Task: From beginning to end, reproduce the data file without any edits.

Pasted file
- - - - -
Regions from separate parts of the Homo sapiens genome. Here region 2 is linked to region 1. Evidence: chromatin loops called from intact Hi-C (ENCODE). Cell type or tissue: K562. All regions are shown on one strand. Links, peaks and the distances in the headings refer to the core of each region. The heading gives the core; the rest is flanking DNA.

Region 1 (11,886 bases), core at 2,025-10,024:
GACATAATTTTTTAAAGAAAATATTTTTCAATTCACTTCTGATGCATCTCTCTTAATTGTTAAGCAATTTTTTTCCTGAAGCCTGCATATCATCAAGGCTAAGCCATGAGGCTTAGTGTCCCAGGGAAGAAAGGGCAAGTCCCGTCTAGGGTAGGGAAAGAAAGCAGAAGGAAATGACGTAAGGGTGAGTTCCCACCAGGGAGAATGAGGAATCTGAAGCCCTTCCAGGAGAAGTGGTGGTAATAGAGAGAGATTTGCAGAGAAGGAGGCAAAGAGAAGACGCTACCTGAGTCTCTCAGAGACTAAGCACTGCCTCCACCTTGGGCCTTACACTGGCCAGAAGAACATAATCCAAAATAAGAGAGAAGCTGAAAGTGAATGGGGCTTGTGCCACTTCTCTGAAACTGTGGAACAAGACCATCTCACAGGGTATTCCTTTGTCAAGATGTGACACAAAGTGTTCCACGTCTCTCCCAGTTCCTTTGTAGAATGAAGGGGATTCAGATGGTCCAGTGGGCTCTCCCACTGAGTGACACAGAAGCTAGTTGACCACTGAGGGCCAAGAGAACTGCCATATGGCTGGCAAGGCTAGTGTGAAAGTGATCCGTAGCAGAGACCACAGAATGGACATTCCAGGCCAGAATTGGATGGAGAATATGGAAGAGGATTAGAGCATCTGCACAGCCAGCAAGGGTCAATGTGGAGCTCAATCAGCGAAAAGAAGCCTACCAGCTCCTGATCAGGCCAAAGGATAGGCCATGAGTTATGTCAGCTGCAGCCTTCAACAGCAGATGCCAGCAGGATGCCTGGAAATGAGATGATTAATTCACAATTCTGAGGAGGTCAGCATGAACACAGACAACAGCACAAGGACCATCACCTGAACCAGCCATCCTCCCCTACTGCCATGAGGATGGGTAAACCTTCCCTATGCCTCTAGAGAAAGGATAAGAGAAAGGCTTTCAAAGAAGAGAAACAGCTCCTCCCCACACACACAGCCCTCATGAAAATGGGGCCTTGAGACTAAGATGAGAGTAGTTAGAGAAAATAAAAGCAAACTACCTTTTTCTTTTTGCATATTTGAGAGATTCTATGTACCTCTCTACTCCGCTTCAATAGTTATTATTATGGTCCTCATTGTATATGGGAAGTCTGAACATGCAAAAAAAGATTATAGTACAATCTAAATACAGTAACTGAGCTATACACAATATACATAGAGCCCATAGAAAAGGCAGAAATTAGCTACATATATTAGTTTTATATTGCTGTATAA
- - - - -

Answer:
Regions from separate parts of the Homo sapiens genome. Here region 2 is linked to region 1. Evidence: chromatin loops called from intact Hi-C (ENCODE). Cell type or tissue: K562. All regions are shown on one strand. Links, peaks and the distances in the headings refer to the core of each region. The heading gives the core; the rest is flanking DNA.

Region 1 (11,886 bases), core at 2,025-10,024:
GACATAATTTTTTAAAGAAAATATTTTTCAATTCACTTCTGATGCATCTCTCTTAATTGTTAAGCAATTTTTTTCCTGAAGCCTGCATATCATCAAGGCTAAGCCATGAGGCTTAGTGTCCCAGGGAAGAAAGGGCAAGTCCCGTCTAGGGTAGGGAAAGAAAGCAGAAGGAAATGACGTAAGGGTGAGTTCCCACCAGGGAGAATGAGGAATCTGAAGCCCTTCCAGGAGAAGTGGTGGTAATAGAGAGAGATTTGCAGAGAAGGAGGCAAAGAGAAGACGCTACCTGAGTCTCTCAGAGACTAAGCACTGCCTCCACCTTGGGCCTTACACTGGCCAGAAGAACATAATCCAAAATAAGAGAGAAGCTGAAAGTGAATGGGGCTTGTGCCACTTCTCTGAAACTGTGGAACAAGACCATCTCACAGGGTATTCCTTTGTCAAGATGTGACACAAAGTGTTCCACGTCTCTCCCAGTTCCTTTGTAGAATGAAGGGGATTCAGATGGTCCAGTGGGCTCTCCCACTGAGTGACACAGAAGCTAGTTGACCACTGAGGGCCAAGAGAACTGCCATATGGCTGGCAAGGCTAGTGTGAAAGTGATCCGTAGCAGAGACCACAGAATGGACATTCCAGGCCAGAATTGGATGGAGAATATGGAAGAGGATTAGAGCATCTGCACAGCCAGCAAGGGTCAATGTGGAGCTCAATCAGCGAAAAGAAGCCTACCAGCTCCTGATCAGGCCAAAGGATAGGCCATGAGTTATGTCAGCTGCAGCCTTCAACAGCAGATGCCAGCAGGATGCCTGGAAATGAGATGATTAATTCACAATTCTGAGGAGGTCAGCATGAACACAGACAACAGCACAAGGACCATCACCTGAACCAGCCATCCTCCCCTACTGCCATGAGGATGGGTAAACCTTCCCTATGCCTCTAGAGAAAGGATAAGAGAAAGGCTTTCAAAGAAGAGAAACAGCTCCTCCCCACACACACAGCCCTCATGAAAATGGGGCCTTGAGACTAAGATGAGAGTAGTTAGAGAAAATAAAAGCAAACTACCTTTTTCTTTTTGCATATTTGAGAGATTCTATGTACCTCTCTACTCCGCTTCAATAGTTATTATTATGGTCCTCATTGTATATGGGAAGTCTGAACATGCAAAAAAAGATTATAGTACAATCTAAATACAGTAACTGAGCTATACACAATATACATAGAGCCCATAGAAAAGGCAGAAATTAGCTACATATATTAGTTTTATATTGCTGTATAA